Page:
Leadership: the ability to set strategy and use influence to motivate a team of people to accomplish goals. When I look around Biglaw, lawyers get an F in leadership. Let me explain.
Back in the day, you know before the “new normal,” it was said that a law firm consists of finders, minders and grinders. A finder was the person that brought in new business, a minder was the person that interacted with the client by setting expectations, preparing budgets and organizing and supervising the team (partners, associates and paralegals) tasked to that matter, and the grinders did the work.
Today, wisely so, we are told we need to be “finders.” If you can’t develop a book of business, come the next recession, the odds of you keeping your job are not in your favor.
Programs on business development are the rage. People are looking at creative ways to interact with potential clients. Personally, since I have a niche practice, social media, blogging and speaking work for me.
But what happens after you bring in the client? Who is going to do the work? If you can’t do it alone, how will you get others to help you?
It saddens me to say that lawyers, generally, are terrible leaders. And, like doctors, it is not entirely their fault. Where are leadership skills taught and/or developed? Law school teaches you to think. A law firm teaches you how to achieve the tasks a lawyer must do in the daily practice of law. Look around and you’ll see training on how to take a deposition, negotiate an agreement, or even develop business, but not much else.
These are all skills that are accomplishable in a silo. You sit in your office, alone, and draft your motion, prepare comments or deal points or write a great blawg. In the old days, associates allegedly started to learn to lead by managing their assistants, but today, with ratios of 3:1, 5:1 etc., odds are your assistant is managing you.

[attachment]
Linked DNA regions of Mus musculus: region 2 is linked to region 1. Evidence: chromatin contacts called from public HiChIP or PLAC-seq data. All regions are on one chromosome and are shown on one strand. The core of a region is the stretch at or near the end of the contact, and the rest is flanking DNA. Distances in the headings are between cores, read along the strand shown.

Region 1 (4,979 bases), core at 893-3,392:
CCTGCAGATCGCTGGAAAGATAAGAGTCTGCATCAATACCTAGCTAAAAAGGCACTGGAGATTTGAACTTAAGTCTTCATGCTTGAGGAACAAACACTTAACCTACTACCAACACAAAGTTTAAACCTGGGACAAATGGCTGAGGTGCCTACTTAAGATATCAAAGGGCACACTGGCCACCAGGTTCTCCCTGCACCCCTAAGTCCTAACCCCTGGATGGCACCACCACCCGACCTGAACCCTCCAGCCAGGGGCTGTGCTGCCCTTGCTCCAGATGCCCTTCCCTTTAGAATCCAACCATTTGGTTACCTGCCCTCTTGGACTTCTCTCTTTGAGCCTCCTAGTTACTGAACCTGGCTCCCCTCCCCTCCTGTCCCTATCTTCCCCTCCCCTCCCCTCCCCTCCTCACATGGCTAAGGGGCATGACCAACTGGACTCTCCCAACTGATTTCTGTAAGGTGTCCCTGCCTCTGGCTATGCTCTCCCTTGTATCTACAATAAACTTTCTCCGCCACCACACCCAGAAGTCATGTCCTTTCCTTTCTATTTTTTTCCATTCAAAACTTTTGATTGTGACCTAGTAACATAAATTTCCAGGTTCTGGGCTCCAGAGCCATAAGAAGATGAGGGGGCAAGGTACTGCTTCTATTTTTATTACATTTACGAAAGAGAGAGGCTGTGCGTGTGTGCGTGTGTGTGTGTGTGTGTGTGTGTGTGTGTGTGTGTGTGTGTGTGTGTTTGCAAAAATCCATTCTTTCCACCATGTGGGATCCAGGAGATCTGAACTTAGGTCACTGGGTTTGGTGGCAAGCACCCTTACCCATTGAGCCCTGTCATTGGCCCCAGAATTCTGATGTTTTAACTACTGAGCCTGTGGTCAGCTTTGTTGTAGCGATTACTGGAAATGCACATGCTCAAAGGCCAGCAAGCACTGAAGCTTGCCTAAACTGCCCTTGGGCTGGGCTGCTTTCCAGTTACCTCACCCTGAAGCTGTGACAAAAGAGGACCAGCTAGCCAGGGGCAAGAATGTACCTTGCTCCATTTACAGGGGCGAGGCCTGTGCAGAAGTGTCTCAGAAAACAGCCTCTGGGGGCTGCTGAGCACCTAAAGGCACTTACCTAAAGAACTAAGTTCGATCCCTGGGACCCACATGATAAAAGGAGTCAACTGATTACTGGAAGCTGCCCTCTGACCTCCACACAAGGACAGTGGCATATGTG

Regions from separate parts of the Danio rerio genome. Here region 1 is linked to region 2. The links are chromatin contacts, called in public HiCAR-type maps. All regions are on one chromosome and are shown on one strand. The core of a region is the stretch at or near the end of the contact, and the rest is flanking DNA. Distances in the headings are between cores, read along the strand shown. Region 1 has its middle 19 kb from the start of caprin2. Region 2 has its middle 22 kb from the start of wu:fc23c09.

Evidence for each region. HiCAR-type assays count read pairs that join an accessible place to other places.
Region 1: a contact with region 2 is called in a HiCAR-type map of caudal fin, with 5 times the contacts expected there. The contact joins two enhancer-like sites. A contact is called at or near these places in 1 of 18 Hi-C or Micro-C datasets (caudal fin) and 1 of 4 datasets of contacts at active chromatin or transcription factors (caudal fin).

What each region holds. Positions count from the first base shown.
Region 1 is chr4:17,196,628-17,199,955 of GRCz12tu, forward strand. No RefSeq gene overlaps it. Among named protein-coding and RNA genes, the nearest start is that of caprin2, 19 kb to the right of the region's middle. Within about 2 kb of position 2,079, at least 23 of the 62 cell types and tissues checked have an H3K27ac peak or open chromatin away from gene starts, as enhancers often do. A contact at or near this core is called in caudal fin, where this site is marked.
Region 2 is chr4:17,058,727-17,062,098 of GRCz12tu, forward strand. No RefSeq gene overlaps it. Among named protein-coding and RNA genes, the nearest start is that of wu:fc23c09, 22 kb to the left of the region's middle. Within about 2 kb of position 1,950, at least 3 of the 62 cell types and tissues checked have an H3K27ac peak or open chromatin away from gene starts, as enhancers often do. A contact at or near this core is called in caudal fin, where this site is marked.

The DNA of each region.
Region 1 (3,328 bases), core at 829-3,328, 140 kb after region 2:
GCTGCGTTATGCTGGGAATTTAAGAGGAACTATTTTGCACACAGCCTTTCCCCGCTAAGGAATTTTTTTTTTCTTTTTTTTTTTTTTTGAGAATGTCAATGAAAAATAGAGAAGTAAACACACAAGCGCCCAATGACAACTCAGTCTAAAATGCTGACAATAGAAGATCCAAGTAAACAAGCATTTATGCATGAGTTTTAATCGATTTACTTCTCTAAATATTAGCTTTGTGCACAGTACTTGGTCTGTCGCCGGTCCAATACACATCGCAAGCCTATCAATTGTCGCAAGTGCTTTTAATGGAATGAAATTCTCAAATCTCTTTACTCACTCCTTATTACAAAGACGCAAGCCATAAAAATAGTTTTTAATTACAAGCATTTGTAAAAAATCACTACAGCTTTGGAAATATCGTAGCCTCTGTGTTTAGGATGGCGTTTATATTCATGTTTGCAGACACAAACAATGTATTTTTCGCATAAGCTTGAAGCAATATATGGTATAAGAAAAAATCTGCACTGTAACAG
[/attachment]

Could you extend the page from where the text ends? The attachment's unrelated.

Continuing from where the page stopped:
Associates are told, “Go join a board to become a leader.” But having led boards, I fail to see how that teaches you to lead a team, especially if you are again just fulfilling the job assigned to you by the chairperson.
In today’s market, partners are expected to work, and cases are not staffed the way they used to be. Usually there is one partner and one or two associates on a matter. As OCI just wrapped up, this direct interaction is touted as giving young associates real responsibility early on. All true, but where do they learn to lead? And a good associate, one that does what the partner says, develops a few clients, and eventually makes partner, how do we expect them to learn management skills (a topic for a different post) let alone leadership skill? You have worked 10 years in a silo – now go lead. We are setting up the new generation to fail.
Some rainmakers are great leaders, but in my experience, this is an exception and not the rule. You all know that one partner that has been through 10 people junior to him in the past two years, but it’s okay, because he has a three million dollar book of business.
But here’s the rub. And you out there in corporate America, or MBA-types know what I am about to say:
- The cost of employee turnover severely impacts the profitability of a firm.
- It is easier to get new work from an existing client than to get a new client; and
- Productivity increases when associates feel respected and are given meaningful assignments.
So why do we work so hard to bring in business and turn it over to someone who can’t handle it? That results in write offs (or low realization rates), dissatisfied clients that leave, or worst case, a malpractice claim.
If you want your firm, department or practice group to be around in 10 years, it is time to reinvigorate leadership (and management) training. Law firms are businesses and should be run like one. I challenge you to look at successful programs like the ones run by GE or Starbucks. Sorry to burst your bubble, but business development alone will not save your law practice.
I am forever grateful that I learned to be a leader and a manager in my years as a business executive, prior to law school. I mentor and teach as many as I can – be it through my firm’s program, through Loyola’s Fashion Law program, or just people I connect with (talking about you, Emily!) But, as Hillary Clinton said, it is going to take a village to fix this problem.
Now, why are you reading this on the Fashion Law Blog?
Because your fashion clients are business people. Even if you are working with in-house counsel and not a fashion executive, most will tell you they are business people first, and then they are lawyers.
If you don’t understand how your client’s business works, how can you be its advocate? If you can’t run your own business, why would a client trust you to advise them on theirs?